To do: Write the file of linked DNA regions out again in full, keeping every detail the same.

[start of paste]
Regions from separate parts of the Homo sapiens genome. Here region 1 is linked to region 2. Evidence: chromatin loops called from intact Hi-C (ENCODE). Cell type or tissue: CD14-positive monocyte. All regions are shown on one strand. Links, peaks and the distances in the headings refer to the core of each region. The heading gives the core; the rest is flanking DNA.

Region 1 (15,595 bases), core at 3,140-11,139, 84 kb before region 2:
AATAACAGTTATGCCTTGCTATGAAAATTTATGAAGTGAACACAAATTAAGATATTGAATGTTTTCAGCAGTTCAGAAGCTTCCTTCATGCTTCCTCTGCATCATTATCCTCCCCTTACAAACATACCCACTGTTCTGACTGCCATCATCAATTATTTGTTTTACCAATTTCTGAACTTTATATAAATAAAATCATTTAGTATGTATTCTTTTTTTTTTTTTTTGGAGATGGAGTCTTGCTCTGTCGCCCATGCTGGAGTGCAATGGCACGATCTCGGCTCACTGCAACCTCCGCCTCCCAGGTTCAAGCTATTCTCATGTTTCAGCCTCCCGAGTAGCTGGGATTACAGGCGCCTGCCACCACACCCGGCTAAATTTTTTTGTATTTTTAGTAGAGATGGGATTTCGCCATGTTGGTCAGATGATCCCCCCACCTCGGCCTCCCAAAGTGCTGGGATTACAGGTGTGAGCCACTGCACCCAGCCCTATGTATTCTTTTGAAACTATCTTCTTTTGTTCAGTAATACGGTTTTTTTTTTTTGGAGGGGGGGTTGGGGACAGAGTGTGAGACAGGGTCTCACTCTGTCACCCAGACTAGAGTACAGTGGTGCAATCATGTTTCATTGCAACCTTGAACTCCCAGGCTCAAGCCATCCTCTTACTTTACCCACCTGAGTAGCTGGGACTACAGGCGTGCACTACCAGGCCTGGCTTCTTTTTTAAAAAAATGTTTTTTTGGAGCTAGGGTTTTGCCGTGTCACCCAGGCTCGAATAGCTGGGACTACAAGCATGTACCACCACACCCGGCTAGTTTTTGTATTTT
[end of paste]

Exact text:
Regions from separate parts of the Homo sapiens genome. Here region 1 is linked to region 2. Evidence: chromatin loops called from intact Hi-C (ENCODE). Cell type or tissue: CD14-positive monocyte. All regions are shown on one strand. Links, peaks and the distances in the headings refer to the core of each region. The heading gives the core; the rest is flanking DNA.

Region 1 (15,595 bases), core at 3,140-11,139, 84 kb before region 2:
AATAACAGTTATGCCTTGCTATGAAAATTTATGAAGTGAACACAAATTAAGATATTGAATGTTTTCAGCAGTTCAGAAGCTTCCTTCATGCTTCCTCTGCATCATTATCCTCCCCTTACAAACATACCCACTGTTCTGACTGCCATCATCAATTATTTGTTTTACCAATTTCTGAACTTTATATAAATAAAATCATTTAGTATGTATTCTTTTTTTTTTTTTTTGGAGATGGAGTCTTGCTCTGTCGCCCATGCTGGAGTGCAATGGCACGATCTCGGCTCACTGCAACCTCCGCCTCCCAGGTTCAAGCTATTCTCATGTTTCAGCCTCCCGAGTAGCTGGGATTACAGGCGCCTGCCACCACACCCGGCTAAATTTTTTTGTATTTTTAGTAGAGATGGGATTTCGCCATGTTGGTCAGATGATCCCCCCACCTCGGCCTCCCAAAGTGCTGGGATTACAGGTGTGAGCCACTGCACCCAGCCCTATGTATTCTTTTGAAACTATCTTCTTTTGTTCAGTAATACGGTTTTTTTTTTTTGGAGGGGGGGTTGGGGACAGAGTGTGAGACAGGGTCTCACTCTGTCACCCAGACTAGAGTACAGTGGTGCAATCATGTTTCATTGCAACCTTGAACTCCCAGGCTCAAGCCATCCTCTTACTTTACCCACCTGAGTAGCTGGGACTACAGGCGTGCACTACCAGGCCTGGCTTCTTTTTTAAAAAAATGTTTTTTTGGAGCTAGGGTTTTGCCGTGTCACCCAGGCTCGAATAGCTGGGACTACAAGCATGTACCACCACACCCGGCTAGTTTTTGTATTTT